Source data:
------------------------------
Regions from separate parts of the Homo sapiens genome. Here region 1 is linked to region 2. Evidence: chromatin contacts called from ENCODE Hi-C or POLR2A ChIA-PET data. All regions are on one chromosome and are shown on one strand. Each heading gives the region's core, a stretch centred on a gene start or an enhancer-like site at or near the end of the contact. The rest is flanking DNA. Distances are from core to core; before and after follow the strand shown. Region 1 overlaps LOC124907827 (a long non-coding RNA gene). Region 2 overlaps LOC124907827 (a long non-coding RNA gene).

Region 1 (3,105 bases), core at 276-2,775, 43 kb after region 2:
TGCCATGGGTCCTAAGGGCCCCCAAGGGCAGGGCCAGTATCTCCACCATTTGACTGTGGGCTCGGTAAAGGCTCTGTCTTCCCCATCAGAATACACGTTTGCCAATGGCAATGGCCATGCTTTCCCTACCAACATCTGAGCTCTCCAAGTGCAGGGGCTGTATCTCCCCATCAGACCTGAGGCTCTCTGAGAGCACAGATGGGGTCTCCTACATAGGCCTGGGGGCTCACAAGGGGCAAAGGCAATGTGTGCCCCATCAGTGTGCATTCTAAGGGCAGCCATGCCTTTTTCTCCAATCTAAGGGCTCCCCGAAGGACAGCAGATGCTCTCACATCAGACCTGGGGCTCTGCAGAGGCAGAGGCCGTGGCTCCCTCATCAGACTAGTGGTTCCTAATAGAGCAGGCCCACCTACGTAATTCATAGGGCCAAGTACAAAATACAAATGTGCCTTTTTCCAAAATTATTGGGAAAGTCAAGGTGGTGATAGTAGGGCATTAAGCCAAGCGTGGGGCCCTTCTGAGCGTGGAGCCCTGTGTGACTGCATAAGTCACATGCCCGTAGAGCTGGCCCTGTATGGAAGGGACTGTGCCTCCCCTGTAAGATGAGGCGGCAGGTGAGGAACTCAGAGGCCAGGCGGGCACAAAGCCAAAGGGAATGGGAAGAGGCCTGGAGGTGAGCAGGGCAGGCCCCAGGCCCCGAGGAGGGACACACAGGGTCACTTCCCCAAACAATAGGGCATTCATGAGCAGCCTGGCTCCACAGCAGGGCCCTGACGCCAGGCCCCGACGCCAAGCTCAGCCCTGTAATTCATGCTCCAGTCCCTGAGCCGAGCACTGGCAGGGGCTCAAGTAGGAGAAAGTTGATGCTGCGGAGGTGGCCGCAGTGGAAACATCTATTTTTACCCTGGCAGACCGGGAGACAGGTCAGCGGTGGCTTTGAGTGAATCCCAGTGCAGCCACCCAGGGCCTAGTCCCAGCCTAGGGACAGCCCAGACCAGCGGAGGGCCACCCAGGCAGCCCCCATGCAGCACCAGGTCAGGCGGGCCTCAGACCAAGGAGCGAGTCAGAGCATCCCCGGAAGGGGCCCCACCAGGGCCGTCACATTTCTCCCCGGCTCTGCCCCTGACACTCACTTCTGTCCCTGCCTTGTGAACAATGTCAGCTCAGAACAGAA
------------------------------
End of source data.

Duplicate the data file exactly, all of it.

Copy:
Regions from separate parts of the Homo sapiens genome. Here region 1 is linked to region 2. Evidence: chromatin contacts called from ENCODE Hi-C or POLR2A ChIA-PET data. All regions are on one chromosome and are shown on one strand. Each heading gives the region's core, a stretch centred on a gene start or an enhancer-like site at or near the end of the contact. The rest is flanking DNA. Distances are from core to core; before and after follow the strand shown. Region 1 overlaps LOC124907827 (a long non-coding RNA gene). Region 2 overlaps LOC124907827 (a long non-coding RNA gene).

Region 1 (3,105 bases), core at 276-2,775, 43 kb after region 2:
TGCCATGGGTCCTAAGGGCCCCCAAGGGCAGGGCCAGTATCTCCACCATTTGACTGTGGGCTCGGTAAAGGCTCTGTCTTCCCCATCAGAATACACGTTTGCCAATGGCAATGGCCATGCTTTCCCTACCAACATCTGAGCTCTCCAAGTGCAGGGGCTGTATCTCCCCATCAGACCTGAGGCTCTCTGAGAGCACAGATGGGGTCTCCTACATAGGCCTGGGGGCTCACAAGGGGCAAAGGCAATGTGTGCCCCATCAGTGTGCATTCTAAGGGCAGCCATGCCTTTTTCTCCAATCTAAGGGCTCCCCGAAGGACAGCAGATGCTCTCACATCAGACCTGGGGCTCTGCAGAGGCAGAGGCCGTGGCTCCCTCATCAGACTAGTGGTTCCTAATAGAGCAGGCCCACCTACGTAATTCATAGGGCCAAGTACAAAATACAAATGTGCCTTTTTCCAAAATTATTGGGAAAGTCAAGGTGGTGATAGTAGGGCATTAAGCCAAGCGTGGGGCCCTTCTGAGCGTGGAGCCCTGTGTGACTGCATAAGTCACATGCCCGTAGAGCTGGCCCTGTATGGAAGGGACTGTGCCTCCCCTGTAAGATGAGGCGGCAGGTGAGGAACTCAGAGGCCAGGCGGGCACAAAGCCAAAGGGAATGGGAAGAGGCCTGGAGGTGAGCAGGGCAGGCCCCAGGCCCCGAGGAGGGACACACAGGGTCACTTCCCCAAACAATAGGGCATTCATGAGCAGCCTGGCTCCACAGCAGGGCCCTGACGCCAGGCCCCGACGCCAAGCTCAGCCCTGTAATTCATGCTCCAGTCCCTGAGCCGAGCACTGGCAGGGGCTCAAGTAGGAGAAAGTTGATGCTGCGGAGGTGGCCGCAGTGGAAACATCTATTTTTACCCTGGCAGACCGGGAGACAGGTCAGCGGTGGCTTTGAGTGAATCCCAGTGCAGCCACCCAGGGCCTAGTCCCAGCCTAGGGACAGCCCAGACCAGCGGAGGGCCACCCAGGCAGCCCCCATGCAGCACCAGGTCAGGCGGGCCTCAGACCAAGGAGCGAGTCAGAGCATCCCCGGAAGGGGCCCCACCAGGGCCGTCACATTTCTCCCCGGCTCTGCCCCTGACACTCACTTCTGTCCCTGCCTTGTGAACAATGTCAGCTCAGAACAGAA